Baldwin — A proposed swimming pool has become a divisive issue in Baldwin.
To borrow a line from The Music Man, there's trouble right here.
That's trouble, which starts with T, which rhymes with P, which stands for pool, as in a $2 million municipal swimming pool project whose fate will be decided by voters on April 1.
Supporters and opponents alike use words like heated, nasty and divisive in describing the pool campaign, which will come to a head during the election after years of discussion.
"What I hate about this is it's pitting neighbor against neighbor, friend against friend," said Doris Scraper, a leading opponent of the project. "I do hate that it's kind of dividing the community."
Indeed, opinions differ sharply in this town of about 3,700 people.
Some see a facility that will serve the growing community well into the 21st century, anchor an attractive recreation park and become a drawing card for the city.
Others see wild extravagance, an unacceptable price tag and potential safety problems for Baldwin children.
The proposed pool would be located on land currently owned by Baker University. Current plans call for an 8,000-square-foot basin with a diving well and lap lanes.
It's a smaller version of the Lawrence Aquatic Center, which opened last summer, and would replace the current municipal pool at Grove Park.
Funding comes from proceeds from the one-cent countywide sales tax approved by county voters in 1994 and a half-cent sales tax OK'd by Baldwin residents in November.
Nancy Arnold and Patty Irick, members of a task force that helped develop the pool plan based on guidelines set by the city council, say the plan is attractive for a variety of reasons.
"If you can see 30, 40, 50 years down the road, then the place for the pool is in North Park," Arnold said. "It's a long-term solution."
The Grove Park pool, built in 1968, is in poor shape, they say, and renovating the pool or building a new pool at the site is not a cost-efficient option.
Arnold and Irick said that when they joined the task force, both favored centering the project in Grove Park. Later, they became convinced the park wasn't the right location, because of concerns such as lack of parking space and inadequate space for a modern pool.
Baker's plans for the North Park area also weighed into their decision. The university would like to create a massive recreation area with tennis courts, a baseball stadium, youth baseball fields, soccer fields and an amphitheater, among other features.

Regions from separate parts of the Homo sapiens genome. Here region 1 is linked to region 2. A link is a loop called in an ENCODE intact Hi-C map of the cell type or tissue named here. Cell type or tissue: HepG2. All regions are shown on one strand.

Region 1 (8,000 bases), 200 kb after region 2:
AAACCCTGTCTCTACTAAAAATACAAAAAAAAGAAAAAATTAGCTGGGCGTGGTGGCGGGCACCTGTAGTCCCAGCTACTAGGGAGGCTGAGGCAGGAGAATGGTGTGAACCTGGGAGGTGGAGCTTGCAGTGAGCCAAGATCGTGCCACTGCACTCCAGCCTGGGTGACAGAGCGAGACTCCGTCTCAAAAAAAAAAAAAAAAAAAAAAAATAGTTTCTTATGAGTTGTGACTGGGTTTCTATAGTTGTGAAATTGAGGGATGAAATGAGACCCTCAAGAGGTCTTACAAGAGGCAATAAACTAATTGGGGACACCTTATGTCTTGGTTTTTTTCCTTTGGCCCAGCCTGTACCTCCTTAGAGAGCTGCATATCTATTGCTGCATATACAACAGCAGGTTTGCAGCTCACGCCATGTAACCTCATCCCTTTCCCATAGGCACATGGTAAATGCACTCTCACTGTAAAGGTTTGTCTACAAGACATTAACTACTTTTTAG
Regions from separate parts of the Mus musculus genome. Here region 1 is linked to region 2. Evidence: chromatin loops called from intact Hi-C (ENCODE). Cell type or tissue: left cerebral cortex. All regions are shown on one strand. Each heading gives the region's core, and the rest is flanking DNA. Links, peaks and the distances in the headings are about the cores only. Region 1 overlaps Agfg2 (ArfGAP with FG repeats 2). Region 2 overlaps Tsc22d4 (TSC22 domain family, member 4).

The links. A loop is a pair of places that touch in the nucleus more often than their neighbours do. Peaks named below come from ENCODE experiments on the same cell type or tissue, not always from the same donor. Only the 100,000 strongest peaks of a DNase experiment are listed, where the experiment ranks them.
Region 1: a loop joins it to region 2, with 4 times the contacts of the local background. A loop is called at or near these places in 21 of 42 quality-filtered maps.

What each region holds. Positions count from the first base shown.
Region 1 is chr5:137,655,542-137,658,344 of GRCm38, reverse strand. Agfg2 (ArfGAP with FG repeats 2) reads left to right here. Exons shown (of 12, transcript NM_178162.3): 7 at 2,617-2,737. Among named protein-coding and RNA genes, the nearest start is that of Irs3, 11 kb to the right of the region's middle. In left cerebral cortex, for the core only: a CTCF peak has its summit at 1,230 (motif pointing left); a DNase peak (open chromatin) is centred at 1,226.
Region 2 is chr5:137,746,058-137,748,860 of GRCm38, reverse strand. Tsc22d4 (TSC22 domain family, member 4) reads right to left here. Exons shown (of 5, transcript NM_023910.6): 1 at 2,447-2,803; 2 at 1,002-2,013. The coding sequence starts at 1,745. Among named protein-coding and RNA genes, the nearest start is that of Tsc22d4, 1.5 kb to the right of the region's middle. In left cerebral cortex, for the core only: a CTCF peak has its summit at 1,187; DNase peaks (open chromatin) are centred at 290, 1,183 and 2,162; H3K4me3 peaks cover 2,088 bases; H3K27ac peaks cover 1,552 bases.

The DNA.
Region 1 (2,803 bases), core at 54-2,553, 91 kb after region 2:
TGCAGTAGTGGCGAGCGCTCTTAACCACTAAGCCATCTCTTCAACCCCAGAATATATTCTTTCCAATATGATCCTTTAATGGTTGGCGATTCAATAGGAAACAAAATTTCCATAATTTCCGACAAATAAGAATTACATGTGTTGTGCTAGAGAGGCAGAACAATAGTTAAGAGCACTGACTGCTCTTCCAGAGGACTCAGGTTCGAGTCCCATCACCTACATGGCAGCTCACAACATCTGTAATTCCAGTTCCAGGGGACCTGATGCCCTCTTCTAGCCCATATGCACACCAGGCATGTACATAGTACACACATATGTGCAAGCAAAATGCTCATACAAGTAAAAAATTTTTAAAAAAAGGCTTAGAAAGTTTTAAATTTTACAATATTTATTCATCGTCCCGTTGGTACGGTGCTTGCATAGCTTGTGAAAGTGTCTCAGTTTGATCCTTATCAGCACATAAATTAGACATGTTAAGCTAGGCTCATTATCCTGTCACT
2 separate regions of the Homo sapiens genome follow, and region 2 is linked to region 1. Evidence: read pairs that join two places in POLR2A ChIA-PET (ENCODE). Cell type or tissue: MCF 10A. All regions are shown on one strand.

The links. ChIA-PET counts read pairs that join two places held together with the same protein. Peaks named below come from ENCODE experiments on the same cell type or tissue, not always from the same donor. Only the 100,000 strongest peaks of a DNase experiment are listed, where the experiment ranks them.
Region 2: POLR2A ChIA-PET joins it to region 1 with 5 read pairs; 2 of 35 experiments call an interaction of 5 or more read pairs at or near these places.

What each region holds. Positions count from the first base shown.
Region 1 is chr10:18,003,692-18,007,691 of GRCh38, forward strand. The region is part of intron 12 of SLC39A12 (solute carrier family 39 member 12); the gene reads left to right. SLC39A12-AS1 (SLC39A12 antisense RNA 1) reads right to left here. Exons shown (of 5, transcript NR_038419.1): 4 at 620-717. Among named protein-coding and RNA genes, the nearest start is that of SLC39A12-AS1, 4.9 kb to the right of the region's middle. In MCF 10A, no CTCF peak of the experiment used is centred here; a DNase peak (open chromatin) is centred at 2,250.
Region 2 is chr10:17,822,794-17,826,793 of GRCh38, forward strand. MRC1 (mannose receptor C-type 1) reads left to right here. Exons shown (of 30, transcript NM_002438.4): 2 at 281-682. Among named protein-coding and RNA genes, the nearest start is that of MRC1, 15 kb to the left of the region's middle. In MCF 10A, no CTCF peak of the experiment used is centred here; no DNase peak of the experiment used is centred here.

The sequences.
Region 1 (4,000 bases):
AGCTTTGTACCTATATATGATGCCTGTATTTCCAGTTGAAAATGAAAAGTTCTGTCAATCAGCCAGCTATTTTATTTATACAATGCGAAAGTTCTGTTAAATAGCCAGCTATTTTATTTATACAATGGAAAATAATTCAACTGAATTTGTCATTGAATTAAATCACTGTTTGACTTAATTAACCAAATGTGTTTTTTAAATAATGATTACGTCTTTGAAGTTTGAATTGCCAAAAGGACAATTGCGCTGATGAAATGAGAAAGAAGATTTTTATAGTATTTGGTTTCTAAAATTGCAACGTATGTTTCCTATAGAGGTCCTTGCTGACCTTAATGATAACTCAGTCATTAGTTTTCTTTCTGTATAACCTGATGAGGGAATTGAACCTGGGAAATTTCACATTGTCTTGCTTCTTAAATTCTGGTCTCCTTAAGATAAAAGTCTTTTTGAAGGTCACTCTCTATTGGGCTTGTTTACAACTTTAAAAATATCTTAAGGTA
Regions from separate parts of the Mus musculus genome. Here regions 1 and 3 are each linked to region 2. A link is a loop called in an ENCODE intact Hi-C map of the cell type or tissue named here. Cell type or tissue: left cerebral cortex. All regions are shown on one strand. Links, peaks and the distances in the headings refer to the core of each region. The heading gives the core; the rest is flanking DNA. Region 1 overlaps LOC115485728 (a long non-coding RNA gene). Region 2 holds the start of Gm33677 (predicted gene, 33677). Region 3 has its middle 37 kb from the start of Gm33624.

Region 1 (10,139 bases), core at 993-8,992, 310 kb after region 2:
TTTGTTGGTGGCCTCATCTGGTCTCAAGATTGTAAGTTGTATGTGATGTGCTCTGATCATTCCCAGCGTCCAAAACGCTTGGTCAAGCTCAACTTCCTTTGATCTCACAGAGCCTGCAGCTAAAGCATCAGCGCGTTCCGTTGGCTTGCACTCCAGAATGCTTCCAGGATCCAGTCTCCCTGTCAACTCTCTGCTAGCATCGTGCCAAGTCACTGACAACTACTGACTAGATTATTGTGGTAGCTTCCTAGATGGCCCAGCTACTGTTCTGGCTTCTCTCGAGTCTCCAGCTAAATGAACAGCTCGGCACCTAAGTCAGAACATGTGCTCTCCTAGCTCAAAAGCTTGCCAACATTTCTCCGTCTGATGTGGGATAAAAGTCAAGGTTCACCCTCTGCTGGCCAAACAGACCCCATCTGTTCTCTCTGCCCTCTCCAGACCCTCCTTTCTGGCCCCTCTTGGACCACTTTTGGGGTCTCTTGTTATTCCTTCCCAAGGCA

The park would be used by Baker and Baldwin.
Few argue that the city doesn't need a pool.
But while pool plans were being developed, some residents started grumbling that Baldwin also needed better roads and a better electrical system, not only to accommodate growth but to bring the infrastructure up to snuff for current residents.
That's where Doris Scraper came in. A 64-year-old homemaker, Scraper had never been involved in politics before the pool issue came along.
Now she's a leading critic, having spearheaded petition drives that forced the November sales-tax vote and the upcoming election.
"We're in favor of a pool where the pool is now," she said. "The main reason is for the safety of the kids, and the location of the pool they're talking about."
Scraper and other critics contend that by placing the pool north of U.S. Highway 56, the city is putting children in jeopardy. Because the majority of the city lies south of the highway, some residents fear what will happen when scores of children start pouring across the highway daily on their way to the pool.
Although supporters argue that children already cross the highway daily -- Baldwin High School and Baldwin Junior High are just down the street from the proposed North Park -- critics say the safety concerns don't stop there.
"There's no money for sidewalks or paving in this bond issue," Scraper said, adding that a half-mile of a child's trip to the pool will be on a narrow dirt road with no walks.
Safety isn't Scraper's only concern. She said the city could have renovated and enlarged the Grove Park pool for about half the cost of the North Park facility, and that the city has grossly overestimated its projections of revenue that the pool would generate.
Scraper also has complained about the tactics of various people and groups involved in the issue. She accused Baker of pressuring its students to vote for the sales tax and criticized a city council member for contributing to a pro-pool group.
She has reported such complaints to county officials. No legal violations were found.
Arnold and Irick said the issue boils down to a core struggle in Baldwin. Once primarily a retirement community, the city is now drawing more young families who are attracted to Baldwin's small-town atmosphere and closeness to larger towns such as Lawrence and Kansas City.
The population shift has created a tug-of-war between old-timers and newcomers.
"Some people don't want it to change; they don't want it to grow," Arnold said.
Scraper didn't see the issue in exactly those terms, but she said she got involved in the issue partly to protect the interests of longtime residents.
"It's more or less the little guy going up against Baker and a lot of newcomers," she said.